As we continue our focus on entries for The Innovation in Dying Matters Award that made the long list, today we look at The Art of Stimulating Conversation Project led by East Lancashire Hospice
The Art of Stimulating Conversation Project – which began in January of this year – aimed to generate discussions among members of the public about illness, death and dying using the arts to break down barriers in a sensitive way.
The project, led by East Lancashire Hospice, involved high schools, sixth form colleges and the university centre in Blackburn.
Rachel Shovelton, End of Life Care Educator at the hospice, led an interactive workshop for the students which included a discussion about why we are a death-denying society and featured thought-provoking ideas on questioning our own end of life care wishes, as well as real life experiences including a personal story about the death of a 12-year-old girl.
Following the workshop, students were given a brief to produce something on the subjects of death and dying using the arts.
Participants completed self-evaluation forms including the question ‘I have had conversations about illness, dying and bereavement’. Results shown in the graphs supplied, in summary, showed that before the workshop an average of 42% stating that they had not had conversations. After taking part in the workshop 100% said they would now.
Students were given a brief to produce something on the subjects of death and dying using the arts. They produced a range of pieces, from performing arts to painting, sculpture to sand art. All the pieces were exhibited in events held during Dying Matters Week. There was also a collaborative event hosted by the hospice in June which was attended by 1,200 people.
The project leaders contacted two local businesses – Crown Paint and SAMS Upcycling- they both agreed to provide resources for the project free of charge such as paint, card, ribbon and fabric.
Darwen Vale High School asked initially for one workshop for a group of 20 students. This proved a popular choice and became a full day of four workshops with each one having time to create artwork. All students were off timetable as part of the school enrichment day. The workshop provided to 82 students in total who all worked in small groups to create pieces of art.
St Christopher’s Church of England High School Sixth Form had a workshop for their seven year 13 (upper sixth) performing arts students. They used this project to fulfil their exam brief to produce dance, drama and musical theatre to reflect thoughts about the Salvador Dali painting Persistence of Memory – the famous painting includes images of death and melting clocks. The students produced some really emotive and powerful performances. It was attended by 52 people who all completed pre and post event cards. Before the events, results saw an average of 47% had conversations about illness, death and dying. Afterwards 100% stated they would now.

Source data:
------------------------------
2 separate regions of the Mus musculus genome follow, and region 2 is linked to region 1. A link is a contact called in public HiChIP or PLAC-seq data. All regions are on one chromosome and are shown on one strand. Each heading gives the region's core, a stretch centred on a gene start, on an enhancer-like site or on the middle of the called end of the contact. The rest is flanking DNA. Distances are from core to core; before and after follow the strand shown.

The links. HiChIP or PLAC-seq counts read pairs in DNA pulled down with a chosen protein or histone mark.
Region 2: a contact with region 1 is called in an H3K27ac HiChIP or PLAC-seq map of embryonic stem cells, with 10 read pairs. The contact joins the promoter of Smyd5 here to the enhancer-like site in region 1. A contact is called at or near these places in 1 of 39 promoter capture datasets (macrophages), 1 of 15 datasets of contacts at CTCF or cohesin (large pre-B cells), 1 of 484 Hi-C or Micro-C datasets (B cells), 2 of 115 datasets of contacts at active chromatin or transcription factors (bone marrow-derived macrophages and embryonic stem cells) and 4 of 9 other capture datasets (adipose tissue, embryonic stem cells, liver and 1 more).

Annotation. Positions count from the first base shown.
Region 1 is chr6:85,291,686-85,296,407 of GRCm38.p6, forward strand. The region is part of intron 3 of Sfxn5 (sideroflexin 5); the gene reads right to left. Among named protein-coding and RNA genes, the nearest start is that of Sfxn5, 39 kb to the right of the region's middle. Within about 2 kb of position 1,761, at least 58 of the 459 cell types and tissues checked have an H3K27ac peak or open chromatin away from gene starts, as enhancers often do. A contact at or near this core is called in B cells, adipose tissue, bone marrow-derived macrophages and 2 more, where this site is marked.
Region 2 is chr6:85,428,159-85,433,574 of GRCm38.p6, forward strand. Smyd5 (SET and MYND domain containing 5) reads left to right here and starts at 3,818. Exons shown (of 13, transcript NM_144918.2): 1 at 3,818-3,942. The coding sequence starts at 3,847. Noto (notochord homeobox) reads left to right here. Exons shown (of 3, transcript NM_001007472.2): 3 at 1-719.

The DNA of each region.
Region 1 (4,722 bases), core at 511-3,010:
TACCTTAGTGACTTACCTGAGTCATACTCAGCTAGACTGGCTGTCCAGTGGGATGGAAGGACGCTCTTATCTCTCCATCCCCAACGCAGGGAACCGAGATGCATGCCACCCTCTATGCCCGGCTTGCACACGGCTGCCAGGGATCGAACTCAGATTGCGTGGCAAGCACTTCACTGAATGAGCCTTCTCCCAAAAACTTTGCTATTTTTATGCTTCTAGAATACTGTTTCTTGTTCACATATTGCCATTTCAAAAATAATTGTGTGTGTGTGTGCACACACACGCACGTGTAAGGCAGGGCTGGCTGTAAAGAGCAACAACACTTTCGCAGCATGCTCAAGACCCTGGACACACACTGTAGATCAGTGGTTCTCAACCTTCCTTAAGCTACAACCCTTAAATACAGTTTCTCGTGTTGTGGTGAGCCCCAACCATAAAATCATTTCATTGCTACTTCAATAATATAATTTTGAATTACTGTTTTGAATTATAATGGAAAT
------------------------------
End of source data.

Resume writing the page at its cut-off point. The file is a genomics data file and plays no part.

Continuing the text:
University Centre Blackburn second year Fine Art Degree students took part in the workshop. Their lecturer stated that the project fitted their exam brief perfectly and they used the project to complete two modules of their degree. The first was to create a piece using a theme of ‘working in the community around us’.
The second was to organise and exhibit their pieces in an exhibition. Students were challenged to consider their own attitudes to illness, dying and bereavement. Initially, the students had mixed feelings with working with this subject, some felt more at ease than others. The students also had a tour around the hospice. They named their exhibition “Dying to Live”.
All these events were widely covered on social media and by regional media including BBC Radio Lancashire. Organisers at the hospice said it was often a challenge to stimulate conversations about death and dying in a natural manner that was accepted by people’s loved ones and that this project had achieved results to reflect just that.